If you remember, we posted about MSI and ASUS give GPU samples with higher clock speeds to the press, reported by Techpowerup. MSI already commented that their GPUs are shipped with same clocked speeds, but the user needs to select OC mode in the Gaming App.
Now ASUS has released an official statement to address this issue, showing that they are not lying to consumers but to make the reviewing process simpler by giving them access to the GPUs “OC Mode” right out of the box. The same mode is available on all retail ASUS GPUs, to access users need to use ASUS’ GPU Tweak II software and change the mode to “OC Mode”. Just the press samples for GTX 1080 and GTX 1070 GPUs are shipped in the GPUs “OC Mode”. The only difference between press and retail GPU samples is which mode is selected by default.
ASUS ROG Strix GeForce GTX 1080 and GTX 1070 graphics cards come with exclusive GPU Tweak II software, that provides silent, gaming, and OC modes allowing users to select a performance profile that suits their requirements. Users can apply these modes easily from within GPU Tweak II.
The press samples for the ASUS ROG Strix GeForce GTX 1080 OC and ASUS ROG Strix GeForce GTX 1070 OC cards are set to “OC Mode” by default. To save media time and effort, OC mode is enabled by default as we are well aware our graphics cards will be reviewed primarily on maximum performance. And when in OC mode, we can showcase both the maximum performance and the effectiveness of our cooling solution.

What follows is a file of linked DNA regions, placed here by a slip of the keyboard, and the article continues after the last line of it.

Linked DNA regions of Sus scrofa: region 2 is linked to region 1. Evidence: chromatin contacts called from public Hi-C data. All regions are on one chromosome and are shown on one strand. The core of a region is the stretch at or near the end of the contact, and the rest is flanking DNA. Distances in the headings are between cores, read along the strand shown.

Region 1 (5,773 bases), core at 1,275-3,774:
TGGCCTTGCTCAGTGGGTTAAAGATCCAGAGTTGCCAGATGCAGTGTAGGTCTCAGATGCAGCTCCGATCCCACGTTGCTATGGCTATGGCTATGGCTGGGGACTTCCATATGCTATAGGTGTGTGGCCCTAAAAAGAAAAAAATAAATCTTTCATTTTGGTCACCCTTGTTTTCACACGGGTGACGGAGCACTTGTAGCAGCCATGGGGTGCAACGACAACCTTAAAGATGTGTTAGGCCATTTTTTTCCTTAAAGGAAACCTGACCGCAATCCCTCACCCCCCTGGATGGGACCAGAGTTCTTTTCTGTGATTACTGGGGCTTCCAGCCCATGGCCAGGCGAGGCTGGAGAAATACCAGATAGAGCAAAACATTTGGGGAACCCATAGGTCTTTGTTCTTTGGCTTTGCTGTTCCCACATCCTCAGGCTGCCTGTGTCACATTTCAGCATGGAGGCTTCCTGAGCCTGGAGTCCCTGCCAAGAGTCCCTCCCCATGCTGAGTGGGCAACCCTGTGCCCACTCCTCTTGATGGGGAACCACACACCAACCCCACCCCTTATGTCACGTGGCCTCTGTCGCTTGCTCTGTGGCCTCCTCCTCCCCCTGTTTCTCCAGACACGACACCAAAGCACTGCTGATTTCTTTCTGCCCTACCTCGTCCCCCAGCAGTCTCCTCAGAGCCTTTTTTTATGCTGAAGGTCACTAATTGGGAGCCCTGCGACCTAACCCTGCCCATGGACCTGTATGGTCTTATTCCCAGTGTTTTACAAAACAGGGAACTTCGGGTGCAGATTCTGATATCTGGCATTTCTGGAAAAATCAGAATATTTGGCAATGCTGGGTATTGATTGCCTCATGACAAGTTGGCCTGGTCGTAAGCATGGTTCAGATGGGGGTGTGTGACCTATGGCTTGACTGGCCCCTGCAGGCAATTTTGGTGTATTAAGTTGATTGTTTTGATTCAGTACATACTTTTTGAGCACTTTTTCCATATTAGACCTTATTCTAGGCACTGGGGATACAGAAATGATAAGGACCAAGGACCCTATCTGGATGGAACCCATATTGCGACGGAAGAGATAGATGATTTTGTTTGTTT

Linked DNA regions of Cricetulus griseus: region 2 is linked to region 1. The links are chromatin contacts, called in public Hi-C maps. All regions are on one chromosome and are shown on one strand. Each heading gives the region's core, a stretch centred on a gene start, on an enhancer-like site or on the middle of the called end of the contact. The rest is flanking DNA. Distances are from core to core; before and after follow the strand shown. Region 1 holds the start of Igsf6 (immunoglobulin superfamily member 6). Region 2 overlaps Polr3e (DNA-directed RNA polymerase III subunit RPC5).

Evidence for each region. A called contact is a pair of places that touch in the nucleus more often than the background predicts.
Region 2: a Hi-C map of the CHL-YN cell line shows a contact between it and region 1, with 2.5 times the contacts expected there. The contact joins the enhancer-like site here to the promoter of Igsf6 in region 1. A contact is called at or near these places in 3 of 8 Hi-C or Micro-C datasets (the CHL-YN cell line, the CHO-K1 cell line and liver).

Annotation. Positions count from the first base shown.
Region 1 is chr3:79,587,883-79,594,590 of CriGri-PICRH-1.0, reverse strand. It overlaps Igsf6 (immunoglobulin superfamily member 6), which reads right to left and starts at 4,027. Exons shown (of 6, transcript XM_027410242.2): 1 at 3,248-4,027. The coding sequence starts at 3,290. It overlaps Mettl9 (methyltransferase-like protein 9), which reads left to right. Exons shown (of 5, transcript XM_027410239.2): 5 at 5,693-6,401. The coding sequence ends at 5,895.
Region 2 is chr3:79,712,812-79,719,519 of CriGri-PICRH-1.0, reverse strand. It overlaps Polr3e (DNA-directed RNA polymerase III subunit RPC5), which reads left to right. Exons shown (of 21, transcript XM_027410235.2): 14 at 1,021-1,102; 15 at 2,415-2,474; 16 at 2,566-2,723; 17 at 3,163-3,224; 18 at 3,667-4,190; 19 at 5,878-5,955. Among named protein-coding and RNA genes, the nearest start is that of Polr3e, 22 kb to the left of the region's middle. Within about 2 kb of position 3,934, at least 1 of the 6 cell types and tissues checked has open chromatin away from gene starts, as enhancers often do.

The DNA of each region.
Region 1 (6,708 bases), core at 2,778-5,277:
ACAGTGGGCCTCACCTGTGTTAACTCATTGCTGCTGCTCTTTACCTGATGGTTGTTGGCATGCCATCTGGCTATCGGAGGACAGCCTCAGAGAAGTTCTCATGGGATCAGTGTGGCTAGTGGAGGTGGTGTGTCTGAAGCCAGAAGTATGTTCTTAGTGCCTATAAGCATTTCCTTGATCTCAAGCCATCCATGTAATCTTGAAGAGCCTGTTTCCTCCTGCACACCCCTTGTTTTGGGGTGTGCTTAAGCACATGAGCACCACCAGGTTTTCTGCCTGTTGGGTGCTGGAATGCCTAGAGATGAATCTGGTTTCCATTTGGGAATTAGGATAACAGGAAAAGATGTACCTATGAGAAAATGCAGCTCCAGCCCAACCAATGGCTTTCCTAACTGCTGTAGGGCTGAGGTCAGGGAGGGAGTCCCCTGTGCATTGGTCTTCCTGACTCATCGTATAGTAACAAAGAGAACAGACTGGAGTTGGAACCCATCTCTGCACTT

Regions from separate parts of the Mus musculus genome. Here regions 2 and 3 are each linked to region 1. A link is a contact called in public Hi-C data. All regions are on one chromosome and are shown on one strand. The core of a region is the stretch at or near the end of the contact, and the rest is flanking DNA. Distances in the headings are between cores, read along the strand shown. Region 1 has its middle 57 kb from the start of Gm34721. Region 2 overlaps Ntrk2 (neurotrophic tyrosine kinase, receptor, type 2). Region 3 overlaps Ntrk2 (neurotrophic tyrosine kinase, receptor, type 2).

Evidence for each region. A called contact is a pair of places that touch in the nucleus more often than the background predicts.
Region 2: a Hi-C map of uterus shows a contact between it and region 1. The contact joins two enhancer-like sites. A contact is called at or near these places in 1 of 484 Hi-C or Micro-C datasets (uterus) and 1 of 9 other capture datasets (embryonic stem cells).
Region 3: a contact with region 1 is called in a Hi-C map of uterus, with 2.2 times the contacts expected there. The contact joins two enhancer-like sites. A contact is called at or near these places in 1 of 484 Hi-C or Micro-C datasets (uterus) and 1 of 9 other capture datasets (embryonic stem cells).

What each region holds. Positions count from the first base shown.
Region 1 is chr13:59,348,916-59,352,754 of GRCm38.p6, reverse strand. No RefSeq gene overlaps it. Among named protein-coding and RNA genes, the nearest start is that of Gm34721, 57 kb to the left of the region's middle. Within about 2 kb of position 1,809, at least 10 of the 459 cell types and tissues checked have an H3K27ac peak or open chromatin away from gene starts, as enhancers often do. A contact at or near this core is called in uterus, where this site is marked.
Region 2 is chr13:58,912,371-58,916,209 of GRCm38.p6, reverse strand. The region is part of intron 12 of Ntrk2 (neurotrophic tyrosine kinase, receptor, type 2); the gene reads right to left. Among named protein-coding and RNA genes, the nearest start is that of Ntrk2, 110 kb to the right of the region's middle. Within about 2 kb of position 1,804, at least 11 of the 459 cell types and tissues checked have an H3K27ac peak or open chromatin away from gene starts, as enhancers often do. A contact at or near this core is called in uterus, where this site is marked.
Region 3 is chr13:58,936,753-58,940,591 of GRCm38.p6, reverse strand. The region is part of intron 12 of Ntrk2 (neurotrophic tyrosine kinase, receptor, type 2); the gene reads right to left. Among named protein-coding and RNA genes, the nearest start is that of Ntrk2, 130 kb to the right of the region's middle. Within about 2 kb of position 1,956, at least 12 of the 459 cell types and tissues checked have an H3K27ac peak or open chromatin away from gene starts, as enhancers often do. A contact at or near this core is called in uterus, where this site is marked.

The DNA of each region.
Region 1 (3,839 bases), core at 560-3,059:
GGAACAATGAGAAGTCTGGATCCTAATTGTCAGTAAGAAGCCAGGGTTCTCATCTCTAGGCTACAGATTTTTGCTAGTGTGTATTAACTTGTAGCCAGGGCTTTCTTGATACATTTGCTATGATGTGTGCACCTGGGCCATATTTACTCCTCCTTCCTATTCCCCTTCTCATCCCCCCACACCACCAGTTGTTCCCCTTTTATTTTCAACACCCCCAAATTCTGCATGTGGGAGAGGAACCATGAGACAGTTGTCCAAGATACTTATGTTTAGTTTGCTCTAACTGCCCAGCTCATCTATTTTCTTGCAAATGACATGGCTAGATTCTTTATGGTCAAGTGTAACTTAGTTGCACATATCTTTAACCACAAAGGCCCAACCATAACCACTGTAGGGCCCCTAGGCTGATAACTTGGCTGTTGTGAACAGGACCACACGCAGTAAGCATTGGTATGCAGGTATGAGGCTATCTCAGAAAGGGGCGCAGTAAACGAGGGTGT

Retail products are in “Gaming Mode” by default, which allows gamers to experience the optimal balance between performance and silent operation. We encourage end-users to try GPU Tweak II and adjust between the available modes, to find the best mode according to personal needs or preferences.
For both the press samples and retail cards, all these modes can be selected through the GPU Tweak II software. There are no differences between the samples we sent out to media and the retail channels in terms of hardware and performance.
As for users, I am saying this if you find that your GPU clock is lower than what it should be, then check your GPU utility software to find which mode you are running the card. The retail GPUs didn’t come with pre-secreted “OC mode” and may be running on “Gaming mode”.